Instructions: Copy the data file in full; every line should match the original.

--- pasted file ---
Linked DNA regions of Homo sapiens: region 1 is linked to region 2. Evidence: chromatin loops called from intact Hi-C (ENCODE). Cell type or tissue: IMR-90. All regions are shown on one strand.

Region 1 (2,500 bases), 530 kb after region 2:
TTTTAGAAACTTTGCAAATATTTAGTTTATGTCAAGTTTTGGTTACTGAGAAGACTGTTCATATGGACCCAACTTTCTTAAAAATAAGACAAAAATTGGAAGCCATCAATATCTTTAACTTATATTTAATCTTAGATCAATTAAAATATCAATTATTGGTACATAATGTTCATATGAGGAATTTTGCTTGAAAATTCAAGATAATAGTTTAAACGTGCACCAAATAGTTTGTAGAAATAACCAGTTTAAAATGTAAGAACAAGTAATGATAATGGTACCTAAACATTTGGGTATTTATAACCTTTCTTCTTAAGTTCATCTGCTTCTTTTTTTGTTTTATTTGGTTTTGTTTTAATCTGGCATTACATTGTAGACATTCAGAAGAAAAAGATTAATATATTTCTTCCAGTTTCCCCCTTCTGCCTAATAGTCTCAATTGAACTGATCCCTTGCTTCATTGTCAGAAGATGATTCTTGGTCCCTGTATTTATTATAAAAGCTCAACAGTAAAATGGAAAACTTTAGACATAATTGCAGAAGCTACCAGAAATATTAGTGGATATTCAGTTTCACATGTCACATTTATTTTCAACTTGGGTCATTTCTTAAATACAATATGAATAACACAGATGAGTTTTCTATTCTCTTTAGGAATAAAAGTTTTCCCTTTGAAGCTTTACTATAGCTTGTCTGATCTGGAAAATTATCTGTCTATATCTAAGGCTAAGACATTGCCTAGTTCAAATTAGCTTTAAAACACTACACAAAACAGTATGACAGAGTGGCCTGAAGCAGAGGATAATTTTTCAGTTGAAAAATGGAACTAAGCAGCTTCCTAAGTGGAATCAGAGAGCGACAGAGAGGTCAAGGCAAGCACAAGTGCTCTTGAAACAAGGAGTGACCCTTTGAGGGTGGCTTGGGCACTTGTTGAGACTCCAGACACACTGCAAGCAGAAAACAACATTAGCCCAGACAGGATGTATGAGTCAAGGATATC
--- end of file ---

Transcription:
Linked DNA regions of Homo sapiens: region 1 is linked to region 2. Evidence: chromatin loops called from intact Hi-C (ENCODE). Cell type or tissue: IMR-90. All regions are shown on one strand.

Region 1 (2,500 bases), 530 kb after region 2:
TTTTAGAAACTTTGCAAATATTTAGTTTATGTCAAGTTTTGGTTACTGAGAAGACTGTTCATATGGACCCAACTTTCTTAAAAATAAGACAAAAATTGGAAGCCATCAATATCTTTAACTTATATTTAATCTTAGATCAATTAAAATATCAATTATTGGTACATAATGTTCATATGAGGAATTTTGCTTGAAAATTCAAGATAATAGTTTAAACGTGCACCAAATAGTTTGTAGAAATAACCAGTTTAAAATGTAAGAACAAGTAATGATAATGGTACCTAAACATTTGGGTATTTATAACCTTTCTTCTTAAGTTCATCTGCTTCTTTTTTTGTTTTATTTGGTTTTGTTTTAATCTGGCATTACATTGTAGACATTCAGAAGAAAAAGATTAATATATTTCTTCCAGTTTCCCCCTTCTGCCTAATAGTCTCAATTGAACTGATCCCTTGCTTCATTGTCAGAAGATGATTCTTGGTCCCTGTATTTATTATAAAAGCTCAACAGTAAAATGGAAAACTTTAGACATAATTGCAGAAGCTACCAGAAATATTAGTGGATATTCAGTTTCACATGTCACATTTATTTTCAACTTGGGTCATTTCTTAAATACAATATGAATAACACAGATGAGTTTTCTATTCTCTTTAGGAATAAAAGTTTTCCCTTTGAAGCTTTACTATAGCTTGTCTGATCTGGAAAATTATCTGTCTATATCTAAGGCTAAGACATTGCCTAGTTCAAATTAGCTTTAAAACACTACACAAAACAGTATGACAGAGTGGCCTGAAGCAGAGGATAATTTTTCAGTTGAAAAATGGAACTAAGCAGCTTCCTAAGTGGAATCAGAGAGCGACAGAGAGGTCAAGGCAAGCACAAGTGCTCTTGAAACAAGGAGTGACCCTTTGAGGGTGGCTTGGGCACTTGTTGAGACTCCAGACACACTGCAAGCAGAAAACAACATTAGCCCAGACAGGATGTATGAGTCAAGGATATC